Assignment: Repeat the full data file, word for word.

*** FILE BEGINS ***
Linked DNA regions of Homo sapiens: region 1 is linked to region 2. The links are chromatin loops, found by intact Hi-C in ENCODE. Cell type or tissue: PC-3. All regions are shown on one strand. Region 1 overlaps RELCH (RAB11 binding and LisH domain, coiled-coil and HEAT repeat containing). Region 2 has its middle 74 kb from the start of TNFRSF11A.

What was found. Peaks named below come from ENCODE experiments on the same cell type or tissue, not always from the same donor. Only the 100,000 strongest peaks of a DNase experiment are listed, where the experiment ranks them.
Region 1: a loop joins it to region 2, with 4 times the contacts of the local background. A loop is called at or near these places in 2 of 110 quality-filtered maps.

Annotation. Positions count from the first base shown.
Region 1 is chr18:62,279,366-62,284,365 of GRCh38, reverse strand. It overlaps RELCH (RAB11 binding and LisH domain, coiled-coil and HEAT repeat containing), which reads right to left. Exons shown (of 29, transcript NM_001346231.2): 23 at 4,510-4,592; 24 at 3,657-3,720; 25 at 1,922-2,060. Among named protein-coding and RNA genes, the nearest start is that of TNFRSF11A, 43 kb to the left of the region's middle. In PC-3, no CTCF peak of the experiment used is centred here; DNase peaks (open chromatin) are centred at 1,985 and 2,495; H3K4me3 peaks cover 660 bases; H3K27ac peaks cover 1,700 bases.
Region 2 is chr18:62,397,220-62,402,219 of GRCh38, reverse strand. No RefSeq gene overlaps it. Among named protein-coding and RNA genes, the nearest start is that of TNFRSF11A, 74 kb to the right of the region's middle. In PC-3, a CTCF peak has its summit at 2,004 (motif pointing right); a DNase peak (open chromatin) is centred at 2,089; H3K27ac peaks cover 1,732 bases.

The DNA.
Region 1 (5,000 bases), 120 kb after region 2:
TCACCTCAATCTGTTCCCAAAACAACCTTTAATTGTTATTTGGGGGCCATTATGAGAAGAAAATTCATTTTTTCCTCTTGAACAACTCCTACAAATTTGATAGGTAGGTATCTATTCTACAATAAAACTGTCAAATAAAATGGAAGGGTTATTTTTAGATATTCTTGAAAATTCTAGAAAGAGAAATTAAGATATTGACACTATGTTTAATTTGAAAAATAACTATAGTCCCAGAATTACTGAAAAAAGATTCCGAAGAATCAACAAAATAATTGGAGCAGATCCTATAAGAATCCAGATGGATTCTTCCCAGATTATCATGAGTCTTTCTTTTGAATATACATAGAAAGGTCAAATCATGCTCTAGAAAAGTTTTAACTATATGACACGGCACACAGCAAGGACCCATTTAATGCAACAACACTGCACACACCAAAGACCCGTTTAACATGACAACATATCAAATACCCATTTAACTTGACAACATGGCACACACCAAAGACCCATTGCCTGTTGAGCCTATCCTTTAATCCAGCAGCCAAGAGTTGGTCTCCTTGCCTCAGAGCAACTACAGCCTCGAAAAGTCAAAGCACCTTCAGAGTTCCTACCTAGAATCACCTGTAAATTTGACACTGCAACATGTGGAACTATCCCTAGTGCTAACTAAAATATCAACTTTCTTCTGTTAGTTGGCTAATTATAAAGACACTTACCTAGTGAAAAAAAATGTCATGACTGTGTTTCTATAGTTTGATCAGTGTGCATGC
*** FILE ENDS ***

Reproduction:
Linked DNA regions of Homo sapiens: region 1 is linked to region 2. The links are chromatin loops, found by intact Hi-C in ENCODE. Cell type or tissue: PC-3. All regions are shown on one strand. Region 1 overlaps RELCH (RAB11 binding and LisH domain, coiled-coil and HEAT repeat containing). Region 2 has its middle 74 kb from the start of TNFRSF11A.

What was found. Peaks named below come from ENCODE experiments on the same cell type or tissue, not always from the same donor. Only the 100,000 strongest peaks of a DNase experiment are listed, where the experiment ranks them.
Region 1: a loop joins it to region 2, with 4 times the contacts of the local background. A loop is called at or near these places in 2 of 110 quality-filtered maps.

Annotation. Positions count from the first base shown.
Region 1 is chr18:62,279,366-62,284,365 of GRCh38, reverse strand. It overlaps RELCH (RAB11 binding and LisH domain, coiled-coil and HEAT repeat containing), which reads right to left. Exons shown (of 29, transcript NM_001346231.2): 23 at 4,510-4,592; 24 at 3,657-3,720; 25 at 1,922-2,060. Among named protein-coding and RNA genes, the nearest start is that of TNFRSF11A, 43 kb to the left of the region's middle. In PC-3, no CTCF peak of the experiment used is centred here; DNase peaks (open chromatin) are centred at 1,985 and 2,495; H3K4me3 peaks cover 660 bases; H3K27ac peaks cover 1,700 bases.
Region 2 is chr18:62,397,220-62,402,219 of GRCh38, reverse strand. No RefSeq gene overlaps it. Among named protein-coding and RNA genes, the nearest start is that of TNFRSF11A, 74 kb to the right of the region's middle. In PC-3, a CTCF peak has its summit at 2,004 (motif pointing right); a DNase peak (open chromatin) is centred at 2,089; H3K27ac peaks cover 1,732 bases.

The DNA.
Region 1 (5,000 bases), 120 kb after region 2:
TCACCTCAATCTGTTCCCAAAACAACCTTTAATTGTTATTTGGGGGCCATTATGAGAAGAAAATTCATTTTTTCCTCTTGAACAACTCCTACAAATTTGATAGGTAGGTATCTATTCTACAATAAAACTGTCAAATAAAATGGAAGGGTTATTTTTAGATATTCTTGAAAATTCTAGAAAGAGAAATTAAGATATTGACACTATGTTTAATTTGAAAAATAACTATAGTCCCAGAATTACTGAAAAAAGATTCCGAAGAATCAACAAAATAATTGGAGCAGATCCTATAAGAATCCAGATGGATTCTTCCCAGATTATCATGAGTCTTTCTTTTGAATATACATAGAAAGGTCAAATCATGCTCTAGAAAAGTTTTAACTATATGACACGGCACACAGCAAGGACCCATTTAATGCAACAACACTGCACACACCAAAGACCCGTTTAACATGACAACATATCAAATACCCATTTAACTTGACAACATGGCACACACCAAAGACCCATTGCCTGTTGAGCCTATCCTTTAATCCAGCAGCCAAGAGTTGGTCTCCTTGCCTCAGAGCAACTACAGCCTCGAAAAGTCAAAGCACCTTCAGAGTTCCTACCTAGAATCACCTGTAAATTTGACACTGCAACATGTGGAACTATCCCTAGTGCTAACTAAAATATCAACTTTCTTCTGTTAGTTGGCTAATTATAAAGACACTTACCTAGTGAAAAAAAATGTCATGACTGTGTTTCTATAGTTTGATCAGTGTGCATGC